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The Crytek Backpedal

This is one of those times when you have no alternative but to take a person, or a company, as its word and move on. But if you don’t recall the brazen comments from Crytek’s Rasmus Hojengaard regarding used game blockage on the next wave of consoles, here’s a recap:

“From a business perspective that would be absolutely awesome. It’s weird that [second-hand games] is still allowed because it doesn’t work like that in any other software industries, so it would be great if they could somehow fix that issue as well.”

As you can imagine that caused quite a ruckus. Well on Monday Crytek played the, “What? You took that seriously?” card.

“My comment made in the interview released on the 24th of April, touching upon ‘blocking sales of used games’, was not intended to be taken seriously nor representative of the opinion of Crytek.”

I have no choice but to give Hojengaard the benefit of the doubt here because I know how interview quotes can be misinterpreted because you don’t always hear the tone and the inflections and the whatnots, but you’ll excuse me if there’s a sliver of me that sees this as damage control.

Anyway, this all comes courtesy of CGV, so thanks chaps.

Crytek: Next-gen Used Games Block ‘would be absolutely awesome’

How’s that for an attention grabber? In case you missed this little ditty yesterday from the folks at CVG, CryTek is the latest developer to get on board the “no used games on ‘next-next-gen’ consoles” train.

Some truly fascinating quotes in this piece from Rasmus Hojengaard, Crytek’s Director of Creative Development.

“From a business perspective that would be absolutely awesome. It’s weird that [second-hand] is still allowed because it doesn’t work like that in any other software industries, so it would be great if they could somehow fix that issue as well.”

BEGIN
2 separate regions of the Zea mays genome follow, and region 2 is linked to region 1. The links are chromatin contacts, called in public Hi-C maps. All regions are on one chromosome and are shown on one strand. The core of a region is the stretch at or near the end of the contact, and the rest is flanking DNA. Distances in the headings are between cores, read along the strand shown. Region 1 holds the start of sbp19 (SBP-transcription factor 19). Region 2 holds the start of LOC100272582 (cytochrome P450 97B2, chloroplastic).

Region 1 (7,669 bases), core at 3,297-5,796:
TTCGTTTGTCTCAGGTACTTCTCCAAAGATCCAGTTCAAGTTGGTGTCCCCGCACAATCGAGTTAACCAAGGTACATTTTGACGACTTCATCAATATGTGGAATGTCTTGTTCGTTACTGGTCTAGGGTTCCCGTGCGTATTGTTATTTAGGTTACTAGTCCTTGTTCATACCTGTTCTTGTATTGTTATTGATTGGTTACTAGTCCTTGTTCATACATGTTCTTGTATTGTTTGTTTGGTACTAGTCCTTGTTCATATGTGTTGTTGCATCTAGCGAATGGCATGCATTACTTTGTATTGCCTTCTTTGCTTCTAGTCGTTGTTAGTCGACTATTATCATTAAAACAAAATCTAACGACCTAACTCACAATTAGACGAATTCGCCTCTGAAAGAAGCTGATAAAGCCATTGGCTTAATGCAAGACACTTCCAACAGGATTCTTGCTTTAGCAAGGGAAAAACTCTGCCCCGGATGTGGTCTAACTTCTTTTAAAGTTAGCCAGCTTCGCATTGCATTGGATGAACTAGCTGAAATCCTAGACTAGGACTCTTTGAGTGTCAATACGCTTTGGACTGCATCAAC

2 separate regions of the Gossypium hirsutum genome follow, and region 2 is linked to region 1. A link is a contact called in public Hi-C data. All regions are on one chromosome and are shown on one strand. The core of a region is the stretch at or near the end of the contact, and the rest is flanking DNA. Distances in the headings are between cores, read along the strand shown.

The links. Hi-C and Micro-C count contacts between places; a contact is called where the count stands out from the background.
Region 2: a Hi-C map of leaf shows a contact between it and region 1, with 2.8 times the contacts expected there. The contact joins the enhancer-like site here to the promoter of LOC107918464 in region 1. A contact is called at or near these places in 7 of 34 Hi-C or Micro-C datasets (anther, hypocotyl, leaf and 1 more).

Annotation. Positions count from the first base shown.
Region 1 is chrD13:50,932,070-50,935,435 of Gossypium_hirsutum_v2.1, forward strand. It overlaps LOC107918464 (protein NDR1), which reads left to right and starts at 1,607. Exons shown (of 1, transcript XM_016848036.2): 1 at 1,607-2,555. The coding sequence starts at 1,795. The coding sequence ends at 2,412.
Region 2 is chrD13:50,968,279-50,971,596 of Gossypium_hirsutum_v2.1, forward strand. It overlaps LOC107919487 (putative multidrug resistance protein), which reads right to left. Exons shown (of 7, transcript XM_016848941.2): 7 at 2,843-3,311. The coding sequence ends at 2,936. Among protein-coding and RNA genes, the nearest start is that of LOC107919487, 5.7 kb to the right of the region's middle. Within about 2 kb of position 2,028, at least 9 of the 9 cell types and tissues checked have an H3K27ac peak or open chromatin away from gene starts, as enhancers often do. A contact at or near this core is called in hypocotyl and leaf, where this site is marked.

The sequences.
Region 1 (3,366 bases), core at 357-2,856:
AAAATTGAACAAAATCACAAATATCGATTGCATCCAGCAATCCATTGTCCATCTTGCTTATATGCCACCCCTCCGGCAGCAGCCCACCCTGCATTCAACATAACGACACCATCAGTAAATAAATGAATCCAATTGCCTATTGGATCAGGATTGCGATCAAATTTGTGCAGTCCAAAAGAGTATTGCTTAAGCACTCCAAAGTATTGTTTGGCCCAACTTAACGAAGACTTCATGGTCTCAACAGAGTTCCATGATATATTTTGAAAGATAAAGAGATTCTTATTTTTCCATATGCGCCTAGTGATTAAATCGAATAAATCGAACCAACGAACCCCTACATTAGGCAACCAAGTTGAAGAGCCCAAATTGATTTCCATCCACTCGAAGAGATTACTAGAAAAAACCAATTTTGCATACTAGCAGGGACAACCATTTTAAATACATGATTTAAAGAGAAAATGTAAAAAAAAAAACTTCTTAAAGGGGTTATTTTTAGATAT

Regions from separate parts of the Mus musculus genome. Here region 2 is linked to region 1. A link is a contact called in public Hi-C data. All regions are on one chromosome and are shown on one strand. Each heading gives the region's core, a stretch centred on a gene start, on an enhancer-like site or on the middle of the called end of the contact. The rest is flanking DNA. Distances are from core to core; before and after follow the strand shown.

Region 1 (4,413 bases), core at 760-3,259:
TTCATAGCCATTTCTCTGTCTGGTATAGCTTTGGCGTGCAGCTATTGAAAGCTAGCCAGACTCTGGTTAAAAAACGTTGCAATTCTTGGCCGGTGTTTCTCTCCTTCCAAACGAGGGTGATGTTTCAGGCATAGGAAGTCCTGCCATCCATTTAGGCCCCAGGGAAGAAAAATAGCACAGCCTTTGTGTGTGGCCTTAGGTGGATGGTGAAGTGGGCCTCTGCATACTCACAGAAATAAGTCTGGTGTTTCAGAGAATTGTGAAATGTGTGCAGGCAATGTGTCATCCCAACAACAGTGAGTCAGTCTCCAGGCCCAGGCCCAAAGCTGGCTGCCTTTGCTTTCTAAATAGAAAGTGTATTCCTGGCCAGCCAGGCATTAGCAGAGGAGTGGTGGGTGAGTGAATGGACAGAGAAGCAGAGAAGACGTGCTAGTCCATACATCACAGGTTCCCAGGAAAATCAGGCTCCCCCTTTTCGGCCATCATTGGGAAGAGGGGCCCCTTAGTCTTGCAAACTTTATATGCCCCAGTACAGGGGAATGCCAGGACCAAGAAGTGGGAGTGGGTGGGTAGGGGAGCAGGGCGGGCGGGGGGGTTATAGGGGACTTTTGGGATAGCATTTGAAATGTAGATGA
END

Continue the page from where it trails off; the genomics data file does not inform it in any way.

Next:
Yeah, crazy how that’s “allowed” isn’t it? Don’t you feel privileged?

CryTek is still reeling from the fact that Crysis 2 was pirated — a lot. Remember that leak of an early build? The one that really wasn’t ready for public consumption? Well that got downloaded millions of times and EA and CryTek do not want a repeat performance, which is totally understandable, and yet this is like getting into a fist fight with the Pacific Ocean. You simply can’t stop it. And, really, publicly hoping it doesn’t happen again may not be the smartest thing to do. Pirates being pirates and all.

“It’s very flattering and upsetting at the same time,” Hojengaard said of the situation. “Obviously you miss so much revenue, it’s so clear that a lot of people want to play your game but they don’t really want to pay for it, which is unfortunately really disappointing. It’s also a little flattering because people are willing to bother download these 10GB files or whatever the game takes because they think it looks great. We obviously want to avoid that this time, but even if we can convert 25 percent of those gamers into paying customers [you have an extra million sales].”